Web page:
While at first glance, the renewed guidance, effective as of 1 October 2020, does not appear to introduce far-reaching changes, several aspects are worth mentioning. Like the previous version, the guidance contains a non-exhaustive list of factors that can be taken into account by the Netherlands Public Prosecution Service (DPPS) when deciding whether prosecution of foreign bribery is opportune or not.
Whereas a previous conviction in another country for the same facts would be a “contraindication” for prosecution under the previous guidance, the new guidance makes no mention of it. This raises the question of whether the DPPS is considering exercising extraterritorial jurisdiction.
The wording on facilitation payments in the guidance is more stringent than before. The policy of the DPPS on this topic seems to have changed. On a positive note, the new guidance touches upon voluntary self-reporting and provides that where suspects report foreign bribery, either committed by them or within their organisation, the DPPS will take this into account when deciding about prosecution-related steps.
Bribery of foreign officials is considered a very serious offence in the Netherlands. The DPPS is exclusively responsible for prosecuting this type of offence; the decision to prosecute falls within its discretionary power. The Board of Procurators General, which forms the ultimate leadership of the DPPS, establishes guidelines on various topics related to the investigation and prosecution of criminal acts. The renewed version of the guidance on the investigation and prosecution of foreign bribery is a recent example.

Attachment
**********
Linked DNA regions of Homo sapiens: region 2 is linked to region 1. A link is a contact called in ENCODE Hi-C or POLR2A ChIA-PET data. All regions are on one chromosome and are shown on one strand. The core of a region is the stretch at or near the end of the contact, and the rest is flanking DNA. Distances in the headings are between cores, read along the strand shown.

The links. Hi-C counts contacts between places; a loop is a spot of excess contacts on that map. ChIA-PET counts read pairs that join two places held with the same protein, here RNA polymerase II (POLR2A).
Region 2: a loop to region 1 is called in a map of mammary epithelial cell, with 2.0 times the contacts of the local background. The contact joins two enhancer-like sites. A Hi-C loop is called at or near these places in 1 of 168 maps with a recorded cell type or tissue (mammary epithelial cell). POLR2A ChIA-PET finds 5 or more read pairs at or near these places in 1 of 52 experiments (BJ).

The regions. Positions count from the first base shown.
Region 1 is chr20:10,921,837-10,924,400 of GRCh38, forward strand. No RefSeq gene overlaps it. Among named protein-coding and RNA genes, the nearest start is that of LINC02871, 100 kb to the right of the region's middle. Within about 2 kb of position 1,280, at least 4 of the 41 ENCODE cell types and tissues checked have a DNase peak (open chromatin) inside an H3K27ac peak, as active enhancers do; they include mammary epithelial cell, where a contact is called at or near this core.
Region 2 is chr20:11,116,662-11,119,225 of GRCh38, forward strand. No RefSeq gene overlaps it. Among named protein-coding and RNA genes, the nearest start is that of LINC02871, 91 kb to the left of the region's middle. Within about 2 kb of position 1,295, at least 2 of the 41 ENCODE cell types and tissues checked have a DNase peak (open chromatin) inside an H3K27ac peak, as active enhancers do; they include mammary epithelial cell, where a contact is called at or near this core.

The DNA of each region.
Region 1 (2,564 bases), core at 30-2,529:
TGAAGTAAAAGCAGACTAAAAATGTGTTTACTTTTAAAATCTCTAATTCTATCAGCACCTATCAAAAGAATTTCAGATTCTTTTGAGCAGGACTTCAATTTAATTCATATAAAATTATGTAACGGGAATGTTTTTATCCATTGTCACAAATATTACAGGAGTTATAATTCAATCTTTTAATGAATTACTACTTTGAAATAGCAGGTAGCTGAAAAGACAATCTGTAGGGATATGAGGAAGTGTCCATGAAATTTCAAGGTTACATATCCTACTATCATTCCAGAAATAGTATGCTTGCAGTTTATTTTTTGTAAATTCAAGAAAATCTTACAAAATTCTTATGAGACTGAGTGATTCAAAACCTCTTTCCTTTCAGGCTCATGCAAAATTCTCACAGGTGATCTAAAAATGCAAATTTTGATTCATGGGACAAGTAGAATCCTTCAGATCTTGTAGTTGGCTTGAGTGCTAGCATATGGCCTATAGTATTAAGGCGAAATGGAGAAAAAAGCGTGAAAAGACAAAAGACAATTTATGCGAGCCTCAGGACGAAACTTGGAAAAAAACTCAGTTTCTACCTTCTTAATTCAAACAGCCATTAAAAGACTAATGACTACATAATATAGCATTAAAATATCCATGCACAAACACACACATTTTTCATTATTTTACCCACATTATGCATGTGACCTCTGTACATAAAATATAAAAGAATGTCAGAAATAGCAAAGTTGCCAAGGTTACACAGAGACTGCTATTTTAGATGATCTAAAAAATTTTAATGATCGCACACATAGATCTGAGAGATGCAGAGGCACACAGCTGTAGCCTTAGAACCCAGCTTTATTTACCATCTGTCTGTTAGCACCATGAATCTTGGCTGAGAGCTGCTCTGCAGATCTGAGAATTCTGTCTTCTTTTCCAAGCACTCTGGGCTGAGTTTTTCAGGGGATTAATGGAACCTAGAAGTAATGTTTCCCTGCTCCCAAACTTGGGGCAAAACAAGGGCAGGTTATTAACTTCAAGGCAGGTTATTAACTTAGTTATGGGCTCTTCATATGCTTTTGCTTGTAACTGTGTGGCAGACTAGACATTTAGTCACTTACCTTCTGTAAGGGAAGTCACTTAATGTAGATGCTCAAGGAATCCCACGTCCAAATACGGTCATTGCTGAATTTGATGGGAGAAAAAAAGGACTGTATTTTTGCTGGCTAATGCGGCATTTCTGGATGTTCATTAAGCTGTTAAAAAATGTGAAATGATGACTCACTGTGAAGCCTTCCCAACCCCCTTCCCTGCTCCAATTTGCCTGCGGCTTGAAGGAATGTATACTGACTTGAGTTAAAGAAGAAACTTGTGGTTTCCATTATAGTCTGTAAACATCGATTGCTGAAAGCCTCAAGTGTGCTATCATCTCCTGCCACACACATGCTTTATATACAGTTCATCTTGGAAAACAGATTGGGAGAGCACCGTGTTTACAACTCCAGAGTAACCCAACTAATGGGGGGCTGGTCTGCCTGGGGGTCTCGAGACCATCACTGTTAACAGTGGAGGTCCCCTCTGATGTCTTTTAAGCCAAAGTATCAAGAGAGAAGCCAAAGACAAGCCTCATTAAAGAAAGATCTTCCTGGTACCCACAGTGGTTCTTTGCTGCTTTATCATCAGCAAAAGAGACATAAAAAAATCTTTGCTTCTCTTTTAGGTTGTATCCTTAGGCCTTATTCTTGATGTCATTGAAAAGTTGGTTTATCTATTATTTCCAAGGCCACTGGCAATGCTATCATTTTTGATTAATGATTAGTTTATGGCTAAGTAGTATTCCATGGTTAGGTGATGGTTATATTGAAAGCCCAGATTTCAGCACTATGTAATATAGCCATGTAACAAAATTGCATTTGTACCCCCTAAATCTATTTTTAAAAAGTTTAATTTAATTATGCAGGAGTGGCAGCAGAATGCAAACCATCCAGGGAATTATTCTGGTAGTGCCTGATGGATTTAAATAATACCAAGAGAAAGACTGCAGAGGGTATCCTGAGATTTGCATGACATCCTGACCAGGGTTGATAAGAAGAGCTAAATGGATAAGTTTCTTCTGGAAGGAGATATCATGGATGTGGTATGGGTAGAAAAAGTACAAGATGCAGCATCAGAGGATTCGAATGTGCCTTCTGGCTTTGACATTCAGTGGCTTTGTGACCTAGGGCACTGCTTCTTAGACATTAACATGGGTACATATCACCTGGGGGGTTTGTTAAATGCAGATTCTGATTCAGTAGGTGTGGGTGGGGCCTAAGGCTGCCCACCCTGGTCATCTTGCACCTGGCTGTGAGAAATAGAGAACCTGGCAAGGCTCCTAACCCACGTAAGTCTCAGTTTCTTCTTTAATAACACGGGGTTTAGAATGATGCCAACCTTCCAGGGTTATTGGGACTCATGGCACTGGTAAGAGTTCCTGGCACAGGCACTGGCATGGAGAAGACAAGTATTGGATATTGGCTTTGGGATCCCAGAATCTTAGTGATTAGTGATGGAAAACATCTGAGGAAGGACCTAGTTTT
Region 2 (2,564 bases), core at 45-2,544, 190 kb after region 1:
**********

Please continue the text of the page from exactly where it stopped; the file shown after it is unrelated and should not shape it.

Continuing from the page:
Under Dutch law, multiple forms of bribery are criminalised in the Dutch Criminal Code (DCC). A distinction is made between bribery of public officials and private commercial bribery, depending on the capacity of the person being bribed. Bribery of public officials can concern Dutch or foreign public officials. A further distinction is made between active and passive bribery. Active bribery relates to the briber’s conduct. Passive bribery, on the other hand, refers to the recipient.
The bribery offences in the DCC are broad in scope. They include anyone who offers a public official a gift, promise or service with the aim of inducing the official to perform any official act or omission and any official who accepts a gift, promise or service while knowing or reasonably suspecting that the purpose is to induce the official to act or to refrain from acting.
The legislature has left the setting of concrete limits to the DPPS. For this purpose, the DPPS has issued two sets of guidelines. One focuses on the investigation and prosecution of the bribery of public officials in the Netherlands, the other on the investigation and prosecution of bribery of foreign public officials.
The advantage of such guidelines is that they can easily be adapted to new developments, insights or case law. As a result, they are often renewed every few years. This was recently the case for the guidance on the investigation and prosecution of foreign bribery.
Bribery of foreign officials is taken seriously and, according to the guidance, cases brought to the attention of the DPPS will, as a general rule, be investigated and prosecuted. Nevertheless, the DPPS assesses each case on its individual merits and then decides whether prosecution is opportune or not, based on a non-exhaustive list of factors: